Shelton Muller discusses the principles once used by all photographers to determine flash exposure…
These days, flash photography has been made so easy with TTL flash technologies that mean photographers don’t need to think at all.
The camera and the flash talk to each other in a language most photographers used to speak themselves. However, successful photography is based upon an understanding of those languages, even if it is a matter of principle. One component of this language is understanding guide numbers for flash exposure.
Determining your f-stop setting for flash is not that hard. The first place to start is the guide number of your flash. This is often reflected in the model number of the flash, but not always. Your instruction book will no doubt give you the flash guide number details.
The calculation is easy. It is “Guide number divided by flash to subject distance equals aperture”. To explain – if your flash has a guide number of 40 in metres at 100 ISO in manual mode, and your flash to subject distance is 10 meters, your f-stop setting would be about f4 – if you wereÂ shooting at ISO 100Â of course.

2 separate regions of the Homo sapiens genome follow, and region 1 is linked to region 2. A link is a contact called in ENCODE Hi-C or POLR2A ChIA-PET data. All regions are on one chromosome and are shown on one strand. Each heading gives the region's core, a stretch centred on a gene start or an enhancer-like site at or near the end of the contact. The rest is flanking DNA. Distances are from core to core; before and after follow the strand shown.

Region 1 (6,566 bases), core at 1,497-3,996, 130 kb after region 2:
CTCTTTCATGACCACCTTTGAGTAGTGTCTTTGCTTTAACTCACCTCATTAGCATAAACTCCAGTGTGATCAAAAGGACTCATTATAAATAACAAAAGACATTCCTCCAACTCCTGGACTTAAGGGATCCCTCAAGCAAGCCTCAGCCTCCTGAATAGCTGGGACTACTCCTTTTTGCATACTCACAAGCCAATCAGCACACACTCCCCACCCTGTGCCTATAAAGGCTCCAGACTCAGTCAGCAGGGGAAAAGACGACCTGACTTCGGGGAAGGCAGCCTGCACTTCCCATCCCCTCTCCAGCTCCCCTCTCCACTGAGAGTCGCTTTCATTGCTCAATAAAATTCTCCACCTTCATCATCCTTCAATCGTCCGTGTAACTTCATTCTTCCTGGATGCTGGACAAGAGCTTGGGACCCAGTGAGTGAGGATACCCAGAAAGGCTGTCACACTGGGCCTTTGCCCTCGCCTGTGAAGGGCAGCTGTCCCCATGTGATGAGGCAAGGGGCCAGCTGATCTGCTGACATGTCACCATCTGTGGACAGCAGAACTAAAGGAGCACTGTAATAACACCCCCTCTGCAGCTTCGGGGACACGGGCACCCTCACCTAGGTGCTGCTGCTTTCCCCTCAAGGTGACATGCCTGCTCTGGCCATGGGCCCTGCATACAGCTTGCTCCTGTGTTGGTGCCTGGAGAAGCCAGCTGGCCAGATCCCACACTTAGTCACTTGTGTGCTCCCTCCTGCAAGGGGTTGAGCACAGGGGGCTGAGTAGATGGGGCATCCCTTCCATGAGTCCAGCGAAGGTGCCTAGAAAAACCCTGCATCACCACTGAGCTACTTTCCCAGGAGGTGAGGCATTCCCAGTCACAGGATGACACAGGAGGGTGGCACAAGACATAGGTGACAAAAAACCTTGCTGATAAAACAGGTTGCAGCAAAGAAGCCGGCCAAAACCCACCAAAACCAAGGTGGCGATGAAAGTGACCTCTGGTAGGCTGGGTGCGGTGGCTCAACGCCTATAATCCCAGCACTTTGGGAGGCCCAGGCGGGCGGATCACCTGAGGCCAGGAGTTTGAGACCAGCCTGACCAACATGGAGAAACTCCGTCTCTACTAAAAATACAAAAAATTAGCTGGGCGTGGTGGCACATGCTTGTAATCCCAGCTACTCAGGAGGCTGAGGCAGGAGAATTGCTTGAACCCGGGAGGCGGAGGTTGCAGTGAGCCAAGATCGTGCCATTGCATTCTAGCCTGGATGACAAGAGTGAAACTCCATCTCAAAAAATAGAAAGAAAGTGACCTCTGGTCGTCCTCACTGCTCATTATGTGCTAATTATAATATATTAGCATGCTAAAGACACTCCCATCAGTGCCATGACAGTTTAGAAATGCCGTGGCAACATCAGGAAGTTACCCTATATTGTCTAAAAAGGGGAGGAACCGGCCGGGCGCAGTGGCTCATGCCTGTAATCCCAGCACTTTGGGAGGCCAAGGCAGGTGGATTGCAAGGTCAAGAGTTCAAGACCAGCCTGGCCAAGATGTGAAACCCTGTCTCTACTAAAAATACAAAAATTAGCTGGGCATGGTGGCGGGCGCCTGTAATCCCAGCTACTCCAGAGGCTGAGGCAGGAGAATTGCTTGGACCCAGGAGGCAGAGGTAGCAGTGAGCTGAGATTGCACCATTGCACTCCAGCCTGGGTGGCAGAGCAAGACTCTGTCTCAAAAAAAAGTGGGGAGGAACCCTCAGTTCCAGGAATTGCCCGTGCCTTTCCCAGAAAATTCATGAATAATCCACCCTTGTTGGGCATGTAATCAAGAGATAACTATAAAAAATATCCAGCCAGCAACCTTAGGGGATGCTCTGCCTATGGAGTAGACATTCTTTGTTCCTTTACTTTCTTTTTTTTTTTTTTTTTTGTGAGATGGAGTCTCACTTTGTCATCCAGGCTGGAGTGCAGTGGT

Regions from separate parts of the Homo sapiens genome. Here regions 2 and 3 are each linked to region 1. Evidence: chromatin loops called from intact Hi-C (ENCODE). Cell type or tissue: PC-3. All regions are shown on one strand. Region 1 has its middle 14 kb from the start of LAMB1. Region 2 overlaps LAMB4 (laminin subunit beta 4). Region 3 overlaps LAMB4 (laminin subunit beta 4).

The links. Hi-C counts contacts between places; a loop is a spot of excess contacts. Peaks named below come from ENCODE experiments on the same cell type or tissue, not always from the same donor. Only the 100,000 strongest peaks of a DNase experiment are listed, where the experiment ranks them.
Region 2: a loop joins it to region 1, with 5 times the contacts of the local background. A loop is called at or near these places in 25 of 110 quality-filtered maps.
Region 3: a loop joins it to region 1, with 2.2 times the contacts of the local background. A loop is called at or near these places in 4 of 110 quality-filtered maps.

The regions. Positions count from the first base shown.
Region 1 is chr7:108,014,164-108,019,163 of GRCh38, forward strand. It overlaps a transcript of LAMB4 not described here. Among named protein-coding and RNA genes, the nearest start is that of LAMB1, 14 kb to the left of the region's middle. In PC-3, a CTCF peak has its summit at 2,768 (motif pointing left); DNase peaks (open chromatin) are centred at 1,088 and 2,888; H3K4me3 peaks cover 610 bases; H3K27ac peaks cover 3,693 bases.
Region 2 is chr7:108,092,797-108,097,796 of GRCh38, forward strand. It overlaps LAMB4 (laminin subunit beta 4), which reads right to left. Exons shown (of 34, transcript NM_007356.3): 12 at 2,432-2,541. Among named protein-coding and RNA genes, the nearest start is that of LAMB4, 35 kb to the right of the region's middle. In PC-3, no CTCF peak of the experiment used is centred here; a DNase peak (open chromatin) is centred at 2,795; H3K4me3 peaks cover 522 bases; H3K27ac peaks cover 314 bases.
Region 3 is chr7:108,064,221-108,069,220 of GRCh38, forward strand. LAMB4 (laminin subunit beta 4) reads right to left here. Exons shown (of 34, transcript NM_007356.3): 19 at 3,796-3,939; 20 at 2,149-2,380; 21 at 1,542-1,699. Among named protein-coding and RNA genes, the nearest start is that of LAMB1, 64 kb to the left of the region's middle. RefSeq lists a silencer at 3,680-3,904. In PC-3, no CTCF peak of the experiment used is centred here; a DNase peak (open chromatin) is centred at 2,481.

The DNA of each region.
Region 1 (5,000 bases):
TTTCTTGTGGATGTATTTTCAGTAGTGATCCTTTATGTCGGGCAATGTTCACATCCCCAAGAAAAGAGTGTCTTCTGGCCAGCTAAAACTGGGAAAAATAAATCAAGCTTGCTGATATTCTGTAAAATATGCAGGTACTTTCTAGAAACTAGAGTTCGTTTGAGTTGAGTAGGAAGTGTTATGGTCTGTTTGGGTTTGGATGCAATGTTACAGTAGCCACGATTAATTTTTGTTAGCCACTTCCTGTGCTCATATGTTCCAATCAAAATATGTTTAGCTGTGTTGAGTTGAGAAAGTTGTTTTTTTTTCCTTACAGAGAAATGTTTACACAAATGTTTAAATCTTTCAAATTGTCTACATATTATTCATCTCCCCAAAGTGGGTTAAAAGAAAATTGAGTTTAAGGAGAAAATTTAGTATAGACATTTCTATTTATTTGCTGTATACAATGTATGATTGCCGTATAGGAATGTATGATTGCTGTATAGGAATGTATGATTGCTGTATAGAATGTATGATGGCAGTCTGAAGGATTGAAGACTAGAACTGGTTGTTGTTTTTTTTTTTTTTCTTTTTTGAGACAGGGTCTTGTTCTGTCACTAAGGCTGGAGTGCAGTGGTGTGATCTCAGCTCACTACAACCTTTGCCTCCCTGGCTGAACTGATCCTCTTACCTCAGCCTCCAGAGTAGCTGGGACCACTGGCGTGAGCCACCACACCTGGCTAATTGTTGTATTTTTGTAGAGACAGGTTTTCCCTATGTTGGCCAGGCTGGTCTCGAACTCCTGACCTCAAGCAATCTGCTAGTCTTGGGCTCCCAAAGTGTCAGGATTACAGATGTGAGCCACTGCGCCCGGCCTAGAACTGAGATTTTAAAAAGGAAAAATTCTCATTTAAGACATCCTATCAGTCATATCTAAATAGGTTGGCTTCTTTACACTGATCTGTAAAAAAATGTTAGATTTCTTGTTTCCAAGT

The calculation would look like this:
Always ensure your settings are in either feet or metres to ensure correct distance and guide number relationships, and understand that doubling the ISO will mean closing down one more stop – and vice versa. For instance, If you were using 200 ISO film, your f-stop in this instance would be f5.6 and f8 if you were using 400 ISO etc.
If you are bouncing your flash, you have to calculate for the distance from the flash to the reflective surface and then from there to your subject. Then, you might want to open another stop to allow for light absorption.
If you reduce your manual flash output to half power, then you will need to open a stop. If you reduce it to Â¼ power, then open another stop â€“ and so on.
Understanding these principles will enable you to make fairly accurate flash exposure settings. They also enable you to understand ambient/ flash exposure relatioships. This knowledgeÂ is also handy for studio flash exposure if you don’t happen to have a flash meter but do know the guide number of your flash or studio flash head.